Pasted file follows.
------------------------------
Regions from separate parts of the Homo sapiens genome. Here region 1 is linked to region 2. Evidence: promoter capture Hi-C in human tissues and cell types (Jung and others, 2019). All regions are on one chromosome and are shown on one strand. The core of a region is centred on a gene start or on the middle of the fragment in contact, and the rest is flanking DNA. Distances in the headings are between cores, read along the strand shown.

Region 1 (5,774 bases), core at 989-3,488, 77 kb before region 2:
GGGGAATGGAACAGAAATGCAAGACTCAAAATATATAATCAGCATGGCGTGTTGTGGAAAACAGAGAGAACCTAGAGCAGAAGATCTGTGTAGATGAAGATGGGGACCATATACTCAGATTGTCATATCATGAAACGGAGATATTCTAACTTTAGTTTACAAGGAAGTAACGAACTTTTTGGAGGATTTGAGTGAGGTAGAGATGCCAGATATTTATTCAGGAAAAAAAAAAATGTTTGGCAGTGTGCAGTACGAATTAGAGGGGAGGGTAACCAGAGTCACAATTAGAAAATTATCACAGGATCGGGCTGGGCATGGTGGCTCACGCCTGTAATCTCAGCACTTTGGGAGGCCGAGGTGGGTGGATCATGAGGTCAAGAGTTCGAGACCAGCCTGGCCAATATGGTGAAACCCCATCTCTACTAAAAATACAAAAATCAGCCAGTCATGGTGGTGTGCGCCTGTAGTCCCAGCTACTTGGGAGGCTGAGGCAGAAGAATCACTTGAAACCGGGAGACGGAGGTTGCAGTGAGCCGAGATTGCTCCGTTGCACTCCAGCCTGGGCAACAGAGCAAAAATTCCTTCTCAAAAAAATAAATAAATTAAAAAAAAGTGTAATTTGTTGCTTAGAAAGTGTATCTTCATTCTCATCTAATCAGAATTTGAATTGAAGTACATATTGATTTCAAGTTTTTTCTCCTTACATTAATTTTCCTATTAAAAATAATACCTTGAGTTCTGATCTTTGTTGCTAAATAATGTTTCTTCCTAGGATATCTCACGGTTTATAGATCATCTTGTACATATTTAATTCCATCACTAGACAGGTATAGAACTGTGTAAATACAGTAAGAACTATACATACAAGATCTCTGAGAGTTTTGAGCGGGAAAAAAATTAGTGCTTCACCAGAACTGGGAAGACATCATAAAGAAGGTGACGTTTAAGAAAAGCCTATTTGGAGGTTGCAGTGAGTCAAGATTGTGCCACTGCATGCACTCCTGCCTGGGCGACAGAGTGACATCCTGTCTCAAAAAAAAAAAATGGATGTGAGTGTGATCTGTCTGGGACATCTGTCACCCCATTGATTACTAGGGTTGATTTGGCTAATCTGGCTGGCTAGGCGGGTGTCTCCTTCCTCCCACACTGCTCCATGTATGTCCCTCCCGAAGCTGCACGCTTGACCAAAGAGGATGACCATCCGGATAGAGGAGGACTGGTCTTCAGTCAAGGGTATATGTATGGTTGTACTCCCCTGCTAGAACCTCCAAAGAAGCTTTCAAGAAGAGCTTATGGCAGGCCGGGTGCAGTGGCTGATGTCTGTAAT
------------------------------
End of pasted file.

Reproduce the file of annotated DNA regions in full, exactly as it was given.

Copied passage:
Regions from separate parts of the Homo sapiens genome. Here region 1 is linked to region 2. Evidence: promoter capture Hi-C in human tissues and cell types (Jung and others, 2019). All regions are on one chromosome and are shown on one strand. The core of a region is centred on a gene start or on the middle of the fragment in contact, and the rest is flanking DNA. Distances in the headings are between cores, read along the strand shown.

Region 1 (5,774 bases), core at 989-3,488, 77 kb before region 2:
GGGGAATGGAACAGAAATGCAAGACTCAAAATATATAATCAGCATGGCGTGTTGTGGAAAACAGAGAGAACCTAGAGCAGAAGATCTGTGTAGATGAAGATGGGGACCATATACTCAGATTGTCATATCATGAAACGGAGATATTCTAACTTTAGTTTACAAGGAAGTAACGAACTTTTTGGAGGATTTGAGTGAGGTAGAGATGCCAGATATTTATTCAGGAAAAAAAAAAATGTTTGGCAGTGTGCAGTACGAATTAGAGGGGAGGGTAACCAGAGTCACAATTAGAAAATTATCACAGGATCGGGCTGGGCATGGTGGCTCACGCCTGTAATCTCAGCACTTTGGGAGGCCGAGGTGGGTGGATCATGAGGTCAAGAGTTCGAGACCAGCCTGGCCAATATGGTGAAACCCCATCTCTACTAAAAATACAAAAATCAGCCAGTCATGGTGGTGTGCGCCTGTAGTCCCAGCTACTTGGGAGGCTGAGGCAGAAGAATCACTTGAAACCGGGAGACGGAGGTTGCAGTGAGCCGAGATTGCTCCGTTGCACTCCAGCCTGGGCAACAGAGCAAAAATTCCTTCTCAAAAAAATAAATAAATTAAAAAAAAGTGTAATTTGTTGCTTAGAAAGTGTATCTTCATTCTCATCTAATCAGAATTTGAATTGAAGTACATATTGATTTCAAGTTTTTTCTCCTTACATTAATTTTCCTATTAAAAATAATACCTTGAGTTCTGATCTTTGTTGCTAAATAATGTTTCTTCCTAGGATATCTCACGGTTTATAGATCATCTTGTACATATTTAATTCCATCACTAGACAGGTATAGAACTGTGTAAATACAGTAAGAACTATACATACAAGATCTCTGAGAGTTTTGAGCGGGAAAAAAATTAGTGCTTCACCAGAACTGGGAAGACATCATAAAGAAGGTGACGTTTAAGAAAAGCCTATTTGGAGGTTGCAGTGAGTCAAGATTGTGCCACTGCATGCACTCCTGCCTGGGCGACAGAGTGACATCCTGTCTCAAAAAAAAAAAATGGATGTGAGTGTGATCTGTCTGGGACATCTGTCACCCCATTGATTACTAGGGTTGATTTGGCTAATCTGGCTGGCTAGGCGGGTGTCTCCTTCCTCCCACACTGCTCCATGTATGTCCCTCCCGAAGCTGCACGCTTGACCAAAGAGGATGACCATCCGGATAGAGGAGGACTGGTCTTCAGTCAAGGGTATATGTATGGTTGTACTCCCCTGCTAGAACCTCCAAAGAAGCTTTCAAGAAGAGCTTATGGCAGGCCGGGTGCAGTGGCTGATGTCTGTAAT